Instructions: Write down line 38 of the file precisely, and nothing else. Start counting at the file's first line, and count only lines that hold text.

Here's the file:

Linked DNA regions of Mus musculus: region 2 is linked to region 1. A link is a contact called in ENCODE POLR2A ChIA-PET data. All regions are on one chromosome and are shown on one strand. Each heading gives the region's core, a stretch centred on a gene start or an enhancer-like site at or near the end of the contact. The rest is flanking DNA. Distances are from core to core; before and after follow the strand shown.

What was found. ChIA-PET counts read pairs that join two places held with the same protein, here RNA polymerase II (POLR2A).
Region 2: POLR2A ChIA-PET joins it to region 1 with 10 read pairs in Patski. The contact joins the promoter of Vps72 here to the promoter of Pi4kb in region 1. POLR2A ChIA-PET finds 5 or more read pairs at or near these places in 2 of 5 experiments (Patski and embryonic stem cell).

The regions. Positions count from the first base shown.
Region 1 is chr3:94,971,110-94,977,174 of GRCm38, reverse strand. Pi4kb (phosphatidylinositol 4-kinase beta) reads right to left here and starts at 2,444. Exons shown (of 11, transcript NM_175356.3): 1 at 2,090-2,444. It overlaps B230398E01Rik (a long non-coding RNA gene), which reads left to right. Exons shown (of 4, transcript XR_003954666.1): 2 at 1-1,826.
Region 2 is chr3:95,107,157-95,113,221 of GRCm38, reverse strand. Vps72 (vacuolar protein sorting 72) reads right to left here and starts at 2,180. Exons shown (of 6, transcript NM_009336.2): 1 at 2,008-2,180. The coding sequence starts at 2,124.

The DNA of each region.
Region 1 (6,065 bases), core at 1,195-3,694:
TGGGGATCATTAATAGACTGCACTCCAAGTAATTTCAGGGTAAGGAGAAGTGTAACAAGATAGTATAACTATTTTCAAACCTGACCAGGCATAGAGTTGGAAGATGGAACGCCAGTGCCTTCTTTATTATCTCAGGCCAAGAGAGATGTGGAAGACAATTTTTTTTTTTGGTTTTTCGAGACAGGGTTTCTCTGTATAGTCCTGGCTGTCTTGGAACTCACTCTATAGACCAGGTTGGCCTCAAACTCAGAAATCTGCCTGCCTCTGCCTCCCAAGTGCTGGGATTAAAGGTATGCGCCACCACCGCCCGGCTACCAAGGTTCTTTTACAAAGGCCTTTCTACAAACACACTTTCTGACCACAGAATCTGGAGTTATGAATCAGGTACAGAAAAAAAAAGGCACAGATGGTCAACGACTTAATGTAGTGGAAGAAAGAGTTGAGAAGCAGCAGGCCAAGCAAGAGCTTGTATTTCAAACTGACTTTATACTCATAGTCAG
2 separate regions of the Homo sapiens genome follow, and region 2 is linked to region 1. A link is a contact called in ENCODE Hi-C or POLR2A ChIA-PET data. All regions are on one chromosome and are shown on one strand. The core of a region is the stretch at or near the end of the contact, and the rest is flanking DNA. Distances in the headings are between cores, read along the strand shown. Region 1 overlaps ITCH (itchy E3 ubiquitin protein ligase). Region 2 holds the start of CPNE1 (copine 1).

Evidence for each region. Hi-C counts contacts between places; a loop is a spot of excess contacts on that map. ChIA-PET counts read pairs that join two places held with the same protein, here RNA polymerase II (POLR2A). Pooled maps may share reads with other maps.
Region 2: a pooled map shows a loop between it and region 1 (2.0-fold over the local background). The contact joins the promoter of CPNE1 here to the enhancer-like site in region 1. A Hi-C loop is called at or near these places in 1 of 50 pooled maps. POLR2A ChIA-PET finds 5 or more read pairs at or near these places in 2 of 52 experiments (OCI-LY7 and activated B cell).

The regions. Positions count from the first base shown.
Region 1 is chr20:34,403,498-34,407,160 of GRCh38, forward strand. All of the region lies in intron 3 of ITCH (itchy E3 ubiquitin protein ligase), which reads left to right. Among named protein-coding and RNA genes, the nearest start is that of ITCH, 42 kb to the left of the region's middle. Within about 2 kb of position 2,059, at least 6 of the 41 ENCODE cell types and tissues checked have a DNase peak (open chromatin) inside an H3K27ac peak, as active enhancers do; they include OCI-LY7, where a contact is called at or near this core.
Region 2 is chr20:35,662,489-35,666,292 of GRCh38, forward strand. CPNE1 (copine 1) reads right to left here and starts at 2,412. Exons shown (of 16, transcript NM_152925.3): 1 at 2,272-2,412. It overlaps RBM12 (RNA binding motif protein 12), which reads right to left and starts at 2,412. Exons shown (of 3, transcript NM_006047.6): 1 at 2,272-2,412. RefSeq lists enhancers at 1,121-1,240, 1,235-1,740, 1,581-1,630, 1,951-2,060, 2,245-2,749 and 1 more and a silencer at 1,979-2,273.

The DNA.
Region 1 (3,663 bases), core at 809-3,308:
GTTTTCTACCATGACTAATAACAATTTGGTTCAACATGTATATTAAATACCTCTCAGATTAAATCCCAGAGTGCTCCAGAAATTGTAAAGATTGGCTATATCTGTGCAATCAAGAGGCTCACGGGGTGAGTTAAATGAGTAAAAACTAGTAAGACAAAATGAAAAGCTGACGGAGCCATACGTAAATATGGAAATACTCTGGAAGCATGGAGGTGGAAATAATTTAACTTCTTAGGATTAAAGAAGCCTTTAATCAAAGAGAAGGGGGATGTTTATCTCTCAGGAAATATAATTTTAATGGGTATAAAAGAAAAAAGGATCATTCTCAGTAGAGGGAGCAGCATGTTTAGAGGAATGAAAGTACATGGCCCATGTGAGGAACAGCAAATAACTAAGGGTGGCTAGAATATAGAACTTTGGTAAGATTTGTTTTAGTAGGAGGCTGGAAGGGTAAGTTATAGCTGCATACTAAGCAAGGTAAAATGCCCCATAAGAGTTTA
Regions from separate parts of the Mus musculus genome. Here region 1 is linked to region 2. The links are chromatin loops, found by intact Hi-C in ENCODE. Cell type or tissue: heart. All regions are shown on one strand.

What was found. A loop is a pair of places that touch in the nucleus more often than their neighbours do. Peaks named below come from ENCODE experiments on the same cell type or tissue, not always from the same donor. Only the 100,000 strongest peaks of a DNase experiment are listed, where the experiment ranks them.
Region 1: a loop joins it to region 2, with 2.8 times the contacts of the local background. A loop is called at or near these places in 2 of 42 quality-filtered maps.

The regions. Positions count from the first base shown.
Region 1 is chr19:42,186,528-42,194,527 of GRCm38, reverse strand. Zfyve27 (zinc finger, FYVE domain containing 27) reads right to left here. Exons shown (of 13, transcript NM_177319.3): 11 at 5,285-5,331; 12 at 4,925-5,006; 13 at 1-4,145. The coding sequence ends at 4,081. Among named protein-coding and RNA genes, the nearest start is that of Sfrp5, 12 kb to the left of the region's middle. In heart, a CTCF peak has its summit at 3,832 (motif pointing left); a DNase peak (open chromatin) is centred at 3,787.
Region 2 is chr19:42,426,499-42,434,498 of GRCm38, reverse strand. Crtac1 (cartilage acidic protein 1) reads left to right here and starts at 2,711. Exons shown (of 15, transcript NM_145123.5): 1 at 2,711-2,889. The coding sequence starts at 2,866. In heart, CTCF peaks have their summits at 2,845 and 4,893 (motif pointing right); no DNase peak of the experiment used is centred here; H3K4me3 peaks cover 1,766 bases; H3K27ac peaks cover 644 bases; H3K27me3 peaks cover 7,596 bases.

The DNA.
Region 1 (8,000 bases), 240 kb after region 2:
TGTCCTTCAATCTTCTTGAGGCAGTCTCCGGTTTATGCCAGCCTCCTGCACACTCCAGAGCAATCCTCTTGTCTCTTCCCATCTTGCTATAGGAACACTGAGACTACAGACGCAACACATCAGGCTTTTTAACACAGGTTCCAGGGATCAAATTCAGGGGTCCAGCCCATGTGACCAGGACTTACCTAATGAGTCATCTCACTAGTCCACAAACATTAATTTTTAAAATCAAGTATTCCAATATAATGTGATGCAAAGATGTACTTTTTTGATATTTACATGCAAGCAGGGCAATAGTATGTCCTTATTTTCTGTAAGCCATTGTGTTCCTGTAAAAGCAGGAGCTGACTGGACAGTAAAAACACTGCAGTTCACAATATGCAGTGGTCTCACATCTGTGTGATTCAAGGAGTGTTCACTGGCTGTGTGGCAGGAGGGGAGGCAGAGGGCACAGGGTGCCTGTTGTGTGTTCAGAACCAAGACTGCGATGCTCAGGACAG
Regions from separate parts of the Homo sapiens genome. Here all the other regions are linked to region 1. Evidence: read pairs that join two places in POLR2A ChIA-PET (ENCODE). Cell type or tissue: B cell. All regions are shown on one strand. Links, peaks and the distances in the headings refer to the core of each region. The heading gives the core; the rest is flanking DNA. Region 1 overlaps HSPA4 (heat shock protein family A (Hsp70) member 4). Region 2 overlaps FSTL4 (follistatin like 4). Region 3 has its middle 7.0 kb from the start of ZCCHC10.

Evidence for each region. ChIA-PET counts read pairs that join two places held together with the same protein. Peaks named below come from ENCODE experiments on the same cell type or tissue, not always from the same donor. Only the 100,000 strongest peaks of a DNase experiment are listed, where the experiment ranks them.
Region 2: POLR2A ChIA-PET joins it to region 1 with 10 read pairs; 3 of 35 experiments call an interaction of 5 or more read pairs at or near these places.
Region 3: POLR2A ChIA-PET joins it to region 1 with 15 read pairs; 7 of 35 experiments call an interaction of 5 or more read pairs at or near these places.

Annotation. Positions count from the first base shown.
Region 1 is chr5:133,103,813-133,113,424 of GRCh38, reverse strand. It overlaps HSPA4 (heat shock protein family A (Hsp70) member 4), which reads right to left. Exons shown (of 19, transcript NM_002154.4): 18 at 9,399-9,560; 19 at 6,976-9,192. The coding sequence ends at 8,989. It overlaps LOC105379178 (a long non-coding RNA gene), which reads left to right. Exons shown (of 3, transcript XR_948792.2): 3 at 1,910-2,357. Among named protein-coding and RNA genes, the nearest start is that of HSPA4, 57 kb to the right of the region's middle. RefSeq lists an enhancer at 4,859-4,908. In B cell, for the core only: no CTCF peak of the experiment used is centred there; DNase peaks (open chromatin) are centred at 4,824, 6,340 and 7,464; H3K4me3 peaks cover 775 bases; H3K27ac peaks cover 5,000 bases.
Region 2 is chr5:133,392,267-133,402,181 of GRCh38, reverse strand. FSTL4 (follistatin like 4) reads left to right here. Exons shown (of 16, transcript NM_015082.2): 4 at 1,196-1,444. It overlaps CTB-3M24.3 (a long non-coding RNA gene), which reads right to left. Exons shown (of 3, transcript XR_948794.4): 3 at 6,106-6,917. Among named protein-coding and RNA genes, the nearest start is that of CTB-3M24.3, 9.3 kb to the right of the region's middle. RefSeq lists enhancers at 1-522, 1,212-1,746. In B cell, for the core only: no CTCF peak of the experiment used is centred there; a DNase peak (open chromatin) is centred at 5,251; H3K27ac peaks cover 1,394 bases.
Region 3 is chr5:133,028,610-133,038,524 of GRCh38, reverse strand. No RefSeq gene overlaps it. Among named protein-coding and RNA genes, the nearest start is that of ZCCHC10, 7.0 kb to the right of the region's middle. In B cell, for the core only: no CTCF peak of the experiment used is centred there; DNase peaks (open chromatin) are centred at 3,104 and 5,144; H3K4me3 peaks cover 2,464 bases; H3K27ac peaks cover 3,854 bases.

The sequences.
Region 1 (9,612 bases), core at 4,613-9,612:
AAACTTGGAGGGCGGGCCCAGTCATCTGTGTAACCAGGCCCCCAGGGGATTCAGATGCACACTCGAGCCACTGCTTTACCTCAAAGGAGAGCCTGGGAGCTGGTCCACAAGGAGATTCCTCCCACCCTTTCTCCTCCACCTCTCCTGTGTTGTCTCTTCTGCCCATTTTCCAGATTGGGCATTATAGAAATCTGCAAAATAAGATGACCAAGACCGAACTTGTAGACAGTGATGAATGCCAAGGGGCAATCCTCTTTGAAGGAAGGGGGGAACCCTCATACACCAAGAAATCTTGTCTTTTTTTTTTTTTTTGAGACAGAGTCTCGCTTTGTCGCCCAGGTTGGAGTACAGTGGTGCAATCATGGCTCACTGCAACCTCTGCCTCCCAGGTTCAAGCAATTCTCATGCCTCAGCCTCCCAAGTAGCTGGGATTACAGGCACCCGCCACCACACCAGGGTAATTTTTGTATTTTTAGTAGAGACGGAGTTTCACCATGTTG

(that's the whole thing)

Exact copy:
AAACTTGGAGGGCGGGCCCAGTCATCTGTGTAACCAGGCCCCCAGGGGATTCAGATGCACACTCGAGCCACTGCTTTACCTCAAAGGAGAGCCTGGGAGCTGGTCCACAAGGAGATTCCTCCCACCCTTTCTCCTCCACCTCTCCTGTGTTGTCTCTTCTGCCCATTTTCCAGATTGGGCATTATAGAAATCTGCAAAATAAGATGACCAAGACCGAACTTGTAGACAGTGATGAATGCCAAGGGGCAATCCTCTTTGAAGGAAGGGGGGAACCCTCATACACCAAGAAATCTTGTCTTTTTTTTTTTTTTTGAGACAGAGTCTCGCTTTGTCGCCCAGGTTGGAGTACAGTGGTGCAATCATGGCTCACTGCAACCTCTGCCTCCCAGGTTCAAGCAATTCTCATGCCTCAGCCTCCCAAGTAGCTGGGATTACAGGCACCCGCCACCACACCAGGGTAATTTTTGTATTTTTAGTAGAGACGGAGTTTCACCATGTTG